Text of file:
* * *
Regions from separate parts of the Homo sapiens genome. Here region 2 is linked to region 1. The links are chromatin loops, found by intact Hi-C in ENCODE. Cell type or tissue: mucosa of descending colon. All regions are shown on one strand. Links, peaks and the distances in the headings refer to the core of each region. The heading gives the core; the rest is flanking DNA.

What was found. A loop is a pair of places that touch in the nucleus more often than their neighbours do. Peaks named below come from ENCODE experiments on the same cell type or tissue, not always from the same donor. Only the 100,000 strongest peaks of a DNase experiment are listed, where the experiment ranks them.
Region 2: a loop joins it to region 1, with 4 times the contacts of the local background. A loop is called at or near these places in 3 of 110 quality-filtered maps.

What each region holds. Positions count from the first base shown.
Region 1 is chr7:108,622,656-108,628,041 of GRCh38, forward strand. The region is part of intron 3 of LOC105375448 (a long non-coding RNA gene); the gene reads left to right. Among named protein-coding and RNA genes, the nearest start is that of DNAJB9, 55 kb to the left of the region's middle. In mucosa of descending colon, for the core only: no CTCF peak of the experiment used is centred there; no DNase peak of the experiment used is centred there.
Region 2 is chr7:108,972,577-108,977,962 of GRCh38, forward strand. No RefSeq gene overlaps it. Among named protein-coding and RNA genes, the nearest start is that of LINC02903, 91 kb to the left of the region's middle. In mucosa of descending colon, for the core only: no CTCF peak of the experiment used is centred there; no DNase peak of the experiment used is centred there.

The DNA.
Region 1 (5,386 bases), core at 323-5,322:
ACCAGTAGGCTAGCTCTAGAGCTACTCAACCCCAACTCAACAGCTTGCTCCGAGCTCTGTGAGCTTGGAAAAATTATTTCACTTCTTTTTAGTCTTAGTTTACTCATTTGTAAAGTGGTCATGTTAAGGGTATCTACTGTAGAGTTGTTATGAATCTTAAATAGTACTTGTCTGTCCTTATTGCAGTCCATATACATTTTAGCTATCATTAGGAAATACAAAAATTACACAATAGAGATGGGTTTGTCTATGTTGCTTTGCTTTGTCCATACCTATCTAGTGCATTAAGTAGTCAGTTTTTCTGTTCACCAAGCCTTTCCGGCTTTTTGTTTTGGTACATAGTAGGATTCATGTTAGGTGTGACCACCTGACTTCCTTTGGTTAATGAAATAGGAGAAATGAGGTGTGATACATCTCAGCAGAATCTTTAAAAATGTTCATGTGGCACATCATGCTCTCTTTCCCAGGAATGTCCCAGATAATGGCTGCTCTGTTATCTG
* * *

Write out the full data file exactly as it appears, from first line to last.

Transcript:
Regions from separate parts of the Homo sapiens genome. Here region 2 is linked to region 1. The links are chromatin loops, found by intact Hi-C in ENCODE. Cell type or tissue: mucosa of descending colon. All regions are shown on one strand. Links, peaks and the distances in the headings refer to the core of each region. The heading gives the core; the rest is flanking DNA.

What was found. A loop is a pair of places that touch in the nucleus more often than their neighbours do. Peaks named below come from ENCODE experiments on the same cell type or tissue, not always from the same donor. Only the 100,000 strongest peaks of a DNase experiment are listed, where the experiment ranks them.
Region 2: a loop joins it to region 1, with 4 times the contacts of the local background. A loop is called at or near these places in 3 of 110 quality-filtered maps.

What each region holds. Positions count from the first base shown.
Region 1 is chr7:108,622,656-108,628,041 of GRCh38, forward strand. The region is part of intron 3 of LOC105375448 (a long non-coding RNA gene); the gene reads left to right. Among named protein-coding and RNA genes, the nearest start is that of DNAJB9, 55 kb to the left of the region's middle. In mucosa of descending colon, for the core only: no CTCF peak of the experiment used is centred there; no DNase peak of the experiment used is centred there.
Region 2 is chr7:108,972,577-108,977,962 of GRCh38, forward strand. No RefSeq gene overlaps it. Among named protein-coding and RNA genes, the nearest start is that of LINC02903, 91 kb to the left of the region's middle. In mucosa of descending colon, for the core only: no CTCF peak of the experiment used is centred there; no DNase peak of the experiment used is centred there.

The DNA.
Region 1 (5,386 bases), core at 323-5,322:
ACCAGTAGGCTAGCTCTAGAGCTACTCAACCCCAACTCAACAGCTTGCTCCGAGCTCTGTGAGCTTGGAAAAATTATTTCACTTCTTTTTAGTCTTAGTTTACTCATTTGTAAAGTGGTCATGTTAAGGGTATCTACTGTAGAGTTGTTATGAATCTTAAATAGTACTTGTCTGTCCTTATTGCAGTCCATATACATTTTAGCTATCATTAGGAAATACAAAAATTACACAATAGAGATGGGTTTGTCTATGTTGCTTTGCTTTGTCCATACCTATCTAGTGCATTAAGTAGTCAGTTTTTCTGTTCACCAAGCCTTTCCGGCTTTTTGTTTTGGTACATAGTAGGATTCATGTTAGGTGTGACCACCTGACTTCCTTTGGTTAATGAAATAGGAGAAATGAGGTGTGATACATCTCAGCAGAATCTTTAAAAATGTTCATGTGGCACATCATGCTCTCTTTCCCAGGAATGTCCCAGATAATGGCTGCTCTGTTATCTG